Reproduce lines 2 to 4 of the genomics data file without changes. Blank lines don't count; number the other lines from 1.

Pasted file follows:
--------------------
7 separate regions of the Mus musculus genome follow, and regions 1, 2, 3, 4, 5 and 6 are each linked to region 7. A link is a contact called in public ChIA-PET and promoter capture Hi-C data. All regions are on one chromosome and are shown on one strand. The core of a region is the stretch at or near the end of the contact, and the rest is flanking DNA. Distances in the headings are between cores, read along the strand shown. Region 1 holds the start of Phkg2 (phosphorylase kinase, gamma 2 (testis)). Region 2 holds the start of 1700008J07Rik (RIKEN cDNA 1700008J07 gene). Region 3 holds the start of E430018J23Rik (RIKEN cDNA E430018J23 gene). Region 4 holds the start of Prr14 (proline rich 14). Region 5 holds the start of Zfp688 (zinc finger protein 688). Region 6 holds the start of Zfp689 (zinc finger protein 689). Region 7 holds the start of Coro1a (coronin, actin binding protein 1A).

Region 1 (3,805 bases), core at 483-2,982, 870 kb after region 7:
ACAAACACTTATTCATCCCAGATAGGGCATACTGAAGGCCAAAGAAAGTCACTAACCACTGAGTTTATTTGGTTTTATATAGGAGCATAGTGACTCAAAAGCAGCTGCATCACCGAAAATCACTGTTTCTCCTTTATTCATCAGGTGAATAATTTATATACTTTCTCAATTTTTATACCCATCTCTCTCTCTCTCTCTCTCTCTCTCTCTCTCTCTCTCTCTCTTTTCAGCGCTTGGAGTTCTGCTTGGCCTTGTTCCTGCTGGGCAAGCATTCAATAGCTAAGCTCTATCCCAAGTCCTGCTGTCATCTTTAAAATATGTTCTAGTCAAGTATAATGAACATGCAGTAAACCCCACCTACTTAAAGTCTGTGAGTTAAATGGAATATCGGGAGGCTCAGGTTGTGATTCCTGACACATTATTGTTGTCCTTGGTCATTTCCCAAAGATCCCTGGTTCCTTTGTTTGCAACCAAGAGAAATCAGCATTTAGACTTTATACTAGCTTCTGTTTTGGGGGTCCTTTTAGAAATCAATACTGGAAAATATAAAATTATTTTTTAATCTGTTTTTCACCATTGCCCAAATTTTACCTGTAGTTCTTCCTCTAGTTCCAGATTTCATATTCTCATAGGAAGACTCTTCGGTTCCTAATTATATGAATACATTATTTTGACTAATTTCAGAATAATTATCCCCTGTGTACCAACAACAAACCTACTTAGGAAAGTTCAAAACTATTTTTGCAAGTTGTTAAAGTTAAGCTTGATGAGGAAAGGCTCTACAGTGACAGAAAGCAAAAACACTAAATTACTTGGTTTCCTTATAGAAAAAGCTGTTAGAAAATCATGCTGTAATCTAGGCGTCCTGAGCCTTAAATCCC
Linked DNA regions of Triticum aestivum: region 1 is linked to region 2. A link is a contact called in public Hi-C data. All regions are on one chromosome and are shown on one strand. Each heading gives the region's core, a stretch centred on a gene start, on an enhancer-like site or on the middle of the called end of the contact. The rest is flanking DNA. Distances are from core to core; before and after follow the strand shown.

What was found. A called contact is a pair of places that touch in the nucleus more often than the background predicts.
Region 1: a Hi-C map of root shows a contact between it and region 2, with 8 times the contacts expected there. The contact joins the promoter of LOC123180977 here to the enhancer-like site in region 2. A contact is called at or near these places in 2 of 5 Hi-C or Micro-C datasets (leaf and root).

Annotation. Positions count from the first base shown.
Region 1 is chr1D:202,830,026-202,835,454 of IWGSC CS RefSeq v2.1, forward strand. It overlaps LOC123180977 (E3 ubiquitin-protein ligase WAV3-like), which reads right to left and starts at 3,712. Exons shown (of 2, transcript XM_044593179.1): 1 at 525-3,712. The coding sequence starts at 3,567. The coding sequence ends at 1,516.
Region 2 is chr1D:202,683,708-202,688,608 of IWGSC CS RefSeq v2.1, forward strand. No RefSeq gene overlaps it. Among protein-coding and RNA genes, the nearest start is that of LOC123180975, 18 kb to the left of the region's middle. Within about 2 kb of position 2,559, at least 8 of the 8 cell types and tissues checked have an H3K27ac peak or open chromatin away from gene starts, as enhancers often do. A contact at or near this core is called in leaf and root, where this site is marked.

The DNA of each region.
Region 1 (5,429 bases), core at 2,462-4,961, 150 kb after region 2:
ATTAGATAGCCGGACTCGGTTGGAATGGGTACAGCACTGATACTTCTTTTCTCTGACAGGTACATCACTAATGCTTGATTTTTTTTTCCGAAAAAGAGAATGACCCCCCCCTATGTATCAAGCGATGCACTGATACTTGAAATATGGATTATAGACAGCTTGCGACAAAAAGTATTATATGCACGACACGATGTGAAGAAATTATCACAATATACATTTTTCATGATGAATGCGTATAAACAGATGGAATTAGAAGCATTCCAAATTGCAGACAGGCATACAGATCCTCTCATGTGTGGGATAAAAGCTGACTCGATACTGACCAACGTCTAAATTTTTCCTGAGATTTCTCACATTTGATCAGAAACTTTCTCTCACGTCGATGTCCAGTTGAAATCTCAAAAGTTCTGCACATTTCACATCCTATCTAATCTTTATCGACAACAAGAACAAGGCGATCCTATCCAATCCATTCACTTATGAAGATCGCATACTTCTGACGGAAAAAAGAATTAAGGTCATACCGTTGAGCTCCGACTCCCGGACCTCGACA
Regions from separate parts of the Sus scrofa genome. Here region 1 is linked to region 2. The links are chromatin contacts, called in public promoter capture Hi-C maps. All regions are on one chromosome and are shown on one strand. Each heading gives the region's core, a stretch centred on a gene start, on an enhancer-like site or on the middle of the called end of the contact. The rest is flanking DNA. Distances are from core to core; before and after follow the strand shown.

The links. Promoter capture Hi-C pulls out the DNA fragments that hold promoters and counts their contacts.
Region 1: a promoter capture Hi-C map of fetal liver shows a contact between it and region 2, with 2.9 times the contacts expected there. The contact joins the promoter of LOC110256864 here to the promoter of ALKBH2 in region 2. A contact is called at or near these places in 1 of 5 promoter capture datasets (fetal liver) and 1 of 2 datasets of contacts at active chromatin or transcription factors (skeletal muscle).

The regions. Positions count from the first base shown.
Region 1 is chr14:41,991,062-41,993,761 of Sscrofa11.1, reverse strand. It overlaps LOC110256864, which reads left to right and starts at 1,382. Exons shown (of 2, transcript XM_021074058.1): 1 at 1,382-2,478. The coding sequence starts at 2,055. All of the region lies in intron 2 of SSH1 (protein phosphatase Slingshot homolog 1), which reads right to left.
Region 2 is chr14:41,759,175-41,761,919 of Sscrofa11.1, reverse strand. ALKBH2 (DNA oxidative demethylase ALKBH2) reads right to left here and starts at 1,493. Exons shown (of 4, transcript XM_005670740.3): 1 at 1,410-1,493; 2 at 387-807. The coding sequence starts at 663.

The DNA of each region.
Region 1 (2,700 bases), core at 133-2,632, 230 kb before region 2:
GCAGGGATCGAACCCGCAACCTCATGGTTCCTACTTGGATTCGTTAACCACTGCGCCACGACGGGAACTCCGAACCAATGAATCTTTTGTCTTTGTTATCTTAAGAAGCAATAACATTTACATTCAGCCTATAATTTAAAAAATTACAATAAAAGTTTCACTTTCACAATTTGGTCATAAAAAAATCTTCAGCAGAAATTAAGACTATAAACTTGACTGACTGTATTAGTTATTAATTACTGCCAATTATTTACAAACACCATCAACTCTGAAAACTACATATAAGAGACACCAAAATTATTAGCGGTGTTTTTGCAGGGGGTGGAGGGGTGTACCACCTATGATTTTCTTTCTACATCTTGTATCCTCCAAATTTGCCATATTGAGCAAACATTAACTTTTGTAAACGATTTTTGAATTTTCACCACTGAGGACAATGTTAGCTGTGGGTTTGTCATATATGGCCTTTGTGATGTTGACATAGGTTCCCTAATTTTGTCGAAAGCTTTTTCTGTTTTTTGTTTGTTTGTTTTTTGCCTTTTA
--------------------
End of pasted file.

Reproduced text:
Region 1 (3,805 bases), core at 483-2,982, 870 kb after region 7:
ACAAACACTTATTCATCCCAGATAGGGCATACTGAAGGCCAAAGAAAGTCACTAACCACTGAGTTTATTTGGTTTTATATAGGAGCATAGTGACTCAAAAGCAGCTGCATCACCGAAAATCACTGTTTCTCCTTTATTCATCAGGTGAATAATTTATATACTTTCTCAATTTTTATACCCATCTCTCTCTCTCTCTCTCTCTCTCTCTCTCTCTCTCTCTCTCTTTTCAGCGCTTGGAGTTCTGCTTGGCCTTGTTCCTGCTGGGCAAGCATTCAATAGCTAAGCTCTATCCCAAGTCCTGCTGTCATCTTTAAAATATGTTCTAGTCAAGTATAATGAACATGCAGTAAACCCCACCTACTTAAAGTCTGTGAGTTAAATGGAATATCGGGAGGCTCAGGTTGTGATTCCTGACACATTATTGTTGTCCTTGGTCATTTCCCAAAGATCCCTGGTTCCTTTGTTTGCAACCAAGAGAAATCAGCATTTAGACTTTATACTAGCTTCTGTTTTGGGGGTCCTTTTAGAAATCAATACTGGAAAATATAAAATTATTTTTTAATCTGTTTTTCACCATTGCCCAAATTTTACCTGTAGTTCTTCCTCTAGTTCCAGATTTCATATTCTCATAGGAAGACTCTTCGGTTCCTAATTATATGAATACATTATTTTGACTAATTTCAGAATAATTATCCCCTGTGTACCAACAACAAACCTACTTAGGAAAGTTCAAAACTATTTTTGCAAGTTGTTAAAGTTAAGCTTGATGAGGAAAGGCTCTACAGTGACAGAAAGCAAAAACACTAAATTACTTGGTTTCCTTATAGAAAAAGCTGTTAGAAAATCATGCTGTAATCTAGGCGTCCTGAGCCTTAAATCCC
Linked DNA regions of Triticum aestivum: region 1 is linked to region 2. A link is a contact called in public Hi-C data. All regions are on one chromosome and are shown on one strand. Each heading gives the region's core, a stretch centred on a gene start, on an enhancer-like site or on the middle of the called end of the contact. The rest is flanking DNA. Distances are from core to core; before and after follow the strand shown.